China’s services sector grows apace, mirroring rebound in manufacturing
Official non-manufacturing PMI at six-month high of 55.5, raising hopes economy is steadying
China's services sector grew at its fastest pace in six months last month as new orders rebounded, an official survey showed, reinforcing hopes that the economy may be steadying after a tumultuous few months.
The official non-manufacturing purchasing managers index (PMI) climbed to 55.5 from April's 54.8, the National Bureau of Statistics said. That is well above the 50-point level that separates an expansion from a contraction in activity.
In a sign of buoyancy in the sector, new orders rebounded to an eight-month high of 52.7 from April's 50.8. Business expectations also held their ground at a solid 60.7, compared with April's 61.5.
The pick-up in the services PMI echoes a rebound in the factory sector, which turned in its best performance in four months last month as export orders improved, although activity still contracted, a private survey showed yesterday.
The final reading of the HSBC/Markit PMI for May rose to 49.4 from 48.1 in April, although lower than a preliminary "flash" reading of 49.7.
The final PMI was weaker than the flash reading because of an upward revision of the inventory of finished goods, HSBC said.
The sub-index for new export orders rose to a four-year high of 53.2 from April's 48.9, but the sub-index for new orders barely stopped contracting, suggesting domestic demand remains sluggish despite the improving global demand.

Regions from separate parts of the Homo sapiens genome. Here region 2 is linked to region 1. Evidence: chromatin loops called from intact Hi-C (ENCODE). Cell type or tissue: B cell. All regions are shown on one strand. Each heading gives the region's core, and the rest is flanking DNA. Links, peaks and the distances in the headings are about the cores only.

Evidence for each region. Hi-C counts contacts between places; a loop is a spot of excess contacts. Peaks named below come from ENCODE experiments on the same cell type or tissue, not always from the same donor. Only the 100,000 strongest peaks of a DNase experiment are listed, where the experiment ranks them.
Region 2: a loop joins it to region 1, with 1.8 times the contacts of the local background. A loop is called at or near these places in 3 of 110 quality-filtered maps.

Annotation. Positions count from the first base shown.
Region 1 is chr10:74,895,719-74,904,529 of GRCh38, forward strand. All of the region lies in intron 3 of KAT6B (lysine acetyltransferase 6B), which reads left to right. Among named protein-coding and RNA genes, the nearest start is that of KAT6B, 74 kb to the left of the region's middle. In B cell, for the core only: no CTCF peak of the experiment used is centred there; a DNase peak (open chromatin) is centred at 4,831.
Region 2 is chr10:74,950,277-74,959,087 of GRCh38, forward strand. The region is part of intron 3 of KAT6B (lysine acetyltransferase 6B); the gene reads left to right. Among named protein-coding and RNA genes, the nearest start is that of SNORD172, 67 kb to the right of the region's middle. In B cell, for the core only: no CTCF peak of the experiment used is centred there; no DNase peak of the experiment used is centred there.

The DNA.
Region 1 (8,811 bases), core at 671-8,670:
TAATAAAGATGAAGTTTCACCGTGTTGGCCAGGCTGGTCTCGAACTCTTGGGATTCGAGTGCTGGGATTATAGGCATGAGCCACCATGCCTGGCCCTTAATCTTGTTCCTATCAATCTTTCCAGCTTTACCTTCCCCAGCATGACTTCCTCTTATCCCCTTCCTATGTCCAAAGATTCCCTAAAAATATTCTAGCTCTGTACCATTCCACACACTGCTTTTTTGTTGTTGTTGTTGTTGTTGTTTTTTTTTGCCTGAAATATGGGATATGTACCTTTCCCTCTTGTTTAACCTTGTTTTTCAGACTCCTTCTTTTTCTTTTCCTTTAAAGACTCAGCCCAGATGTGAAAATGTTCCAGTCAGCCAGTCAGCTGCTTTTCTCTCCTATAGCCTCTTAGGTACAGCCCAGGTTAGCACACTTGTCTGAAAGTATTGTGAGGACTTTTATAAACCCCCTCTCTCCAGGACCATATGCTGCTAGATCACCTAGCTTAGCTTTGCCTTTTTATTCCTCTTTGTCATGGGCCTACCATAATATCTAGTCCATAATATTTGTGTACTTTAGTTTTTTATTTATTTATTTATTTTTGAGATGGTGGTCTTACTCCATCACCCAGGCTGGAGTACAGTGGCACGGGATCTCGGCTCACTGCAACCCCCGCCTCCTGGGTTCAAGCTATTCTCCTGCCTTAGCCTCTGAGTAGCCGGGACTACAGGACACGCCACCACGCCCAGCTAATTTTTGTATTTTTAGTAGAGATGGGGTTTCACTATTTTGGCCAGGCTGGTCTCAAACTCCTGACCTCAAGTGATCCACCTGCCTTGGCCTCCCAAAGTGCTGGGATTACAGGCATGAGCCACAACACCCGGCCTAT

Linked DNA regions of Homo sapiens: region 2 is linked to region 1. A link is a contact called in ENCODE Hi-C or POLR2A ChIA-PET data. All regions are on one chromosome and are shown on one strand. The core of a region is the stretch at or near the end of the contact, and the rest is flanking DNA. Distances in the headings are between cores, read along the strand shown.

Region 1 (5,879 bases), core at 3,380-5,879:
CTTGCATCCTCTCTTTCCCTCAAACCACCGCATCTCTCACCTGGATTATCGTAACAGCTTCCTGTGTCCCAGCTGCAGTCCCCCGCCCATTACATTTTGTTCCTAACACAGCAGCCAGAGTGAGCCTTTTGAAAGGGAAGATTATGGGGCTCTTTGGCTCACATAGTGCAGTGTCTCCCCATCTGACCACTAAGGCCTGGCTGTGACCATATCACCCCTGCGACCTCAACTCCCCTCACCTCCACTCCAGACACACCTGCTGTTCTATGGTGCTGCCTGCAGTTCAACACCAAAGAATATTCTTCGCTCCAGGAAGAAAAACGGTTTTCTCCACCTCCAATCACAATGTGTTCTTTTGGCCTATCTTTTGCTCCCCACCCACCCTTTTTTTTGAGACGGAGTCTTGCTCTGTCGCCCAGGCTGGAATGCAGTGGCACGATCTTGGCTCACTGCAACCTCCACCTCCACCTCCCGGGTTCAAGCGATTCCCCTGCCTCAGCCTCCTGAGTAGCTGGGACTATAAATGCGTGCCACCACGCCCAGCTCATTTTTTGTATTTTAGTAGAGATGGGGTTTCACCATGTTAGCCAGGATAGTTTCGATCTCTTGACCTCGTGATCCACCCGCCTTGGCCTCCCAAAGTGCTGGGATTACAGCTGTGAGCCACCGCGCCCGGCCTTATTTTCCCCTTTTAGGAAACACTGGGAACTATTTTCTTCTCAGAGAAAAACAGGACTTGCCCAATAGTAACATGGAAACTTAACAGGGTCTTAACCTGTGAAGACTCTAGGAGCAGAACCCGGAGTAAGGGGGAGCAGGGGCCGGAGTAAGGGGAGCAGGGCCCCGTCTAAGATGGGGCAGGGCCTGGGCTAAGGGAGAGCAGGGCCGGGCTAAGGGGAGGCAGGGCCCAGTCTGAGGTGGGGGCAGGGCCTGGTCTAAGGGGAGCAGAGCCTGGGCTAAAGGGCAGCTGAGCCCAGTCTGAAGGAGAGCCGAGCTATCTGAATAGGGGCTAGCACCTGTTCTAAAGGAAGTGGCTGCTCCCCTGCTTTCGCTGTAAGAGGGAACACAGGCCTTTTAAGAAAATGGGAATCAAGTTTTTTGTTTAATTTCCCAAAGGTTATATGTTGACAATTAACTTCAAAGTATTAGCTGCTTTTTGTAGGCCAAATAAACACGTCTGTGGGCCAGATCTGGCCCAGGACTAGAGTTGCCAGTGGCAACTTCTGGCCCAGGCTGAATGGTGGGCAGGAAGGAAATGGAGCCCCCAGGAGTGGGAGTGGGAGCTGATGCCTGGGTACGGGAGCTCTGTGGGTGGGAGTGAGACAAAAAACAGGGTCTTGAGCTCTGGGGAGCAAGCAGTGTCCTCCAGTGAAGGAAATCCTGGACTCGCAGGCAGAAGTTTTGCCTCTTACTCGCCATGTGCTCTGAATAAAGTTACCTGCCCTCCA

The HSBC/Markit PMI has been below the 50 level that separates growth from contraction since the start of the year.
"The final PMI reading for May confirmed that the economy is stabilising, but it is too early to say that it has bottomed out, particularly in light of a weaker property sector," said Qu Hongbin, chief economist for China at HSBC.
"The lack of sustainable growth momentum warrants stronger policy support. We expect both monetary and fiscal policy to be loosened gradually over the coming months."
The official PMI hit a five-month high of 50.8 in May from April's 50.4, the National Bureau of Statistics said on Sunday, beating market expectations of 50.6.
The official PMI is weighted more towards bigger and state-owned enterprises and tends to paint a rosier picture than the HSBC/Markit survey, which focuses more on smaller private firms.
The HSBC/Markit survey also pointed to weaker employment in the manufacturing sector in May.
Growth in the world's second-largest economy slipped to an 18-month low of 7.4 per cent between January and March.